Data Centers

How to determine if cloud storage is a cost savings

Trying to assess costs for on-site vs. cloud storage can be tricky, but it must be done. IT Pro Rick Vanover shares a few insights on decision-making.

For many situations, the move to public cloud storage is a good use case to address abstraction and off-site storage. This could be for situations such as data protection, content delivery, and large file exchange. Simple cost savings with public cloud storage aren't usually a leading discussion point however.

The issue with determining if cloud storage is less expensive is to first of all match an internal price model with that of the public cloud storage systems. When I used to be an infrastructure manager, one of the biggest challenges in sorting out different costs was equating one price model to another. I used to have this expression, "Because this store doesn't sell oranges, I need to make this apple look like an orange."

The fact is that it is more than just an acquisition cost of a storage system compared to one month's worth of storage. There are a number of ways to tackle this problem -- the first is to establish some metrics for inside your own data centers. I have heard of the "cost per floor tile" data center facility cost being used. Another would be an operational cost per server or storage system per month. These costs would then need to be extended to a monthly model; taking into account operational spikes around deployment or decommissioning. This is one example of what I mean by making an apple look like an orange.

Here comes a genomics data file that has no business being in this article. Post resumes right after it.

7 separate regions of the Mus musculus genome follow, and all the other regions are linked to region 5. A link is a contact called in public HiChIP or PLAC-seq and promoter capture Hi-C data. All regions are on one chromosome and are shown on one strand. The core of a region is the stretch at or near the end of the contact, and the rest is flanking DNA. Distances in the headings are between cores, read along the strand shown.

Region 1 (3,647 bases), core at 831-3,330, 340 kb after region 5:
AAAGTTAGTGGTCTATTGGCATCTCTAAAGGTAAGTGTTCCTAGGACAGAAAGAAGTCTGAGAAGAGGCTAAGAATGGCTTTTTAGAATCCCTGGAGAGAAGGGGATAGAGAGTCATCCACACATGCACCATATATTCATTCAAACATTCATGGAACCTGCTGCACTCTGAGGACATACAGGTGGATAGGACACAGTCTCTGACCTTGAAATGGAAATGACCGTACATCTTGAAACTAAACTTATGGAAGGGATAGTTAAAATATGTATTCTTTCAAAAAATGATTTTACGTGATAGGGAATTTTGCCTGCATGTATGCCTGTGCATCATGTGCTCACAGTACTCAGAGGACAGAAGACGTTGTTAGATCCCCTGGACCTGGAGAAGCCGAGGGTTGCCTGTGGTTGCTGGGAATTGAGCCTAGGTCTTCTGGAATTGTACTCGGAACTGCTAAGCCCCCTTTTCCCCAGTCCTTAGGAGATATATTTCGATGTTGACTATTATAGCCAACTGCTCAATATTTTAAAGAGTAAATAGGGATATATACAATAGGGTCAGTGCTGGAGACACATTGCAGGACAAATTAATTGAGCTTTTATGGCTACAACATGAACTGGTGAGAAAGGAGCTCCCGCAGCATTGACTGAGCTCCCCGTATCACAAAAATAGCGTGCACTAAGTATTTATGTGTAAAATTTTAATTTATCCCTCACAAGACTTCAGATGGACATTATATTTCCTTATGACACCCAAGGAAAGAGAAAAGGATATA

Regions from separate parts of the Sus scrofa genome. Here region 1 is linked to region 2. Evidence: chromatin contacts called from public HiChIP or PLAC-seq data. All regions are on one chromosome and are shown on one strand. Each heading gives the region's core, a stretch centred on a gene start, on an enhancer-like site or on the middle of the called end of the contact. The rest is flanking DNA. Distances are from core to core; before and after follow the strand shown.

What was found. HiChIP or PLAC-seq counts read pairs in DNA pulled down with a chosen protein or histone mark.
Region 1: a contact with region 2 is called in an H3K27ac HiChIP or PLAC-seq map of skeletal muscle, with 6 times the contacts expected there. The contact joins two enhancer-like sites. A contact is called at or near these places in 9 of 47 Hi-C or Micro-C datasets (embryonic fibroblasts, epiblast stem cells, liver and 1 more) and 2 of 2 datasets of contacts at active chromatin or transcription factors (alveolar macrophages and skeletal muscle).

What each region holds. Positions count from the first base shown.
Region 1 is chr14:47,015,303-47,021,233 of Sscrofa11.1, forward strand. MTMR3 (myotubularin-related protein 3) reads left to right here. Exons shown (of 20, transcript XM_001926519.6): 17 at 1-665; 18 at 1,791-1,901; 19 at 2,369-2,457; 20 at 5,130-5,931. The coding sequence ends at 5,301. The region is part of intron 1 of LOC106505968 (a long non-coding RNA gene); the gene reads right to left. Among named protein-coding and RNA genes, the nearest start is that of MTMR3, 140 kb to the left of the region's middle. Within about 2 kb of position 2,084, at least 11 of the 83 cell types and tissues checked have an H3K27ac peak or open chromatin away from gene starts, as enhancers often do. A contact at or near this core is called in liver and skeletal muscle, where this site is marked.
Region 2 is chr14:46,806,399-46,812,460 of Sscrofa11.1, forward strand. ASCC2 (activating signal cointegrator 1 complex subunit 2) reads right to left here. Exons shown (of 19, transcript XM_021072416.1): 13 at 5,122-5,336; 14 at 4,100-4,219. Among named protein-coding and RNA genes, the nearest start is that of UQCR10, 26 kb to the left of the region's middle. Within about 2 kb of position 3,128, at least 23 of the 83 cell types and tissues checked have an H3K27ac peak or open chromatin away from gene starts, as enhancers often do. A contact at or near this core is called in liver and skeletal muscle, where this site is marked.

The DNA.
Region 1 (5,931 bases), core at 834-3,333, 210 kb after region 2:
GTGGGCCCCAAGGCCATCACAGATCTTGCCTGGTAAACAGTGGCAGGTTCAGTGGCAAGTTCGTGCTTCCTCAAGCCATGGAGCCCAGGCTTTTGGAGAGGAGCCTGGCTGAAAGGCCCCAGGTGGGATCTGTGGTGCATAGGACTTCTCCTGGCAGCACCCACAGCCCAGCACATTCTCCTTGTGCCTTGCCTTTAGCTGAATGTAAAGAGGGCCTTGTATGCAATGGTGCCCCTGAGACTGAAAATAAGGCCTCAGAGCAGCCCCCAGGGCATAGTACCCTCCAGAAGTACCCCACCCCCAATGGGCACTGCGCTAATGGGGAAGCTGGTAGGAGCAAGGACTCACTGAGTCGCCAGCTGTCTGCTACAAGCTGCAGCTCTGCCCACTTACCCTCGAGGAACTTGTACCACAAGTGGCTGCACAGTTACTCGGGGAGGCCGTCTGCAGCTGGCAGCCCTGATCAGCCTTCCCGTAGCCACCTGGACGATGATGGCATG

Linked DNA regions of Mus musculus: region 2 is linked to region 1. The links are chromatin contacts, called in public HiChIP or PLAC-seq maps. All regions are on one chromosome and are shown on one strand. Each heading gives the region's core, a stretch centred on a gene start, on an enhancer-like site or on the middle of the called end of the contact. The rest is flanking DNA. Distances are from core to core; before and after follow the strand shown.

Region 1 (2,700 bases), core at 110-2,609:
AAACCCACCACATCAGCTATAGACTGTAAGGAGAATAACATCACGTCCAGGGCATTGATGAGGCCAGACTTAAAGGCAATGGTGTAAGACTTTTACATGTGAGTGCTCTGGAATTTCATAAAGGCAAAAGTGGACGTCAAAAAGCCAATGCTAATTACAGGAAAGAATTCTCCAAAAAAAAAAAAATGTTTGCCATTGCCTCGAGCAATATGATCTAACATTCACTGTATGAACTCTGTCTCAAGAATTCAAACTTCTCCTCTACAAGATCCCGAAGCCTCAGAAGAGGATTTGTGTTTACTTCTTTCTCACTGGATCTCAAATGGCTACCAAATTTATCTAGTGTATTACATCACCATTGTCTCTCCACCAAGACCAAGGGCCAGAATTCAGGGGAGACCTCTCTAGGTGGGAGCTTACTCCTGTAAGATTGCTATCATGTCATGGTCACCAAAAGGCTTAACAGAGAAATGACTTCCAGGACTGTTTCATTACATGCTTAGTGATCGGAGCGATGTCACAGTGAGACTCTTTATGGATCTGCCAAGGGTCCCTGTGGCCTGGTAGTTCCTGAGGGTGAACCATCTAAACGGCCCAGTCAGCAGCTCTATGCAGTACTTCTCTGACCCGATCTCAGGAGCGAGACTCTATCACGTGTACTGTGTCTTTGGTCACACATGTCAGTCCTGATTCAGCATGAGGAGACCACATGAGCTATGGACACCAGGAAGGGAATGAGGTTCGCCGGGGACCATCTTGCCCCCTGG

That being said, the takeaway is having a way of making your costs for in-house storage 'look like" that of a cloud storage model. Once that is established, the comparison possibly becomes a bit clearer. There are still some intangibles such as bandwidth, lack of control, and performance that may be harder to assign a cost to; so keep that in mind.

I still like the data protection use case for public cloud storage as the leading use case. In this use case, I like to address the 1-2-3 approach. Divide all data protection requirements into three categories, with the first category being the most critical. Ideally, this is communication and authentication services (email and Active Directory for example); the second category in this approach contains critical applications; and the last is everything else that may not really be needed in a true disaster.

To put a cost around the absolute abstraction that cloud storage provides would be difficult. But if you need it, it becomes a priceless recovery option. So, if we have a 2 Terabyte model it would cost $155.65 per month in US-West and US-East standard Reduced Redundancy Storage on Amazon S3 storage. At that point, you may as well treat yourself to the standard storage option which would run $194.56 per month for the same 2 Terabytes. Over three years, that is over $7,000 to keep 2 Terabytes in the public storage cloud. Most on-premise storage systems would cost less, but in the disaster recovery use case the abstraction that cloud storage brings is priceless. But how much power, cooling, and operational expense would be avoided (says the orange apple)?

With all of that being said; the hard part is still becoming familiar with the process. Details such as key management for encryption, knowing how to deploy onto a totally new infrastructure, and setting key expectations for the performance of a recovery are critical. Especially if Glacier storage is considered as part of a recovery plan, which has a lower cost yet slower retrieval time among other differences.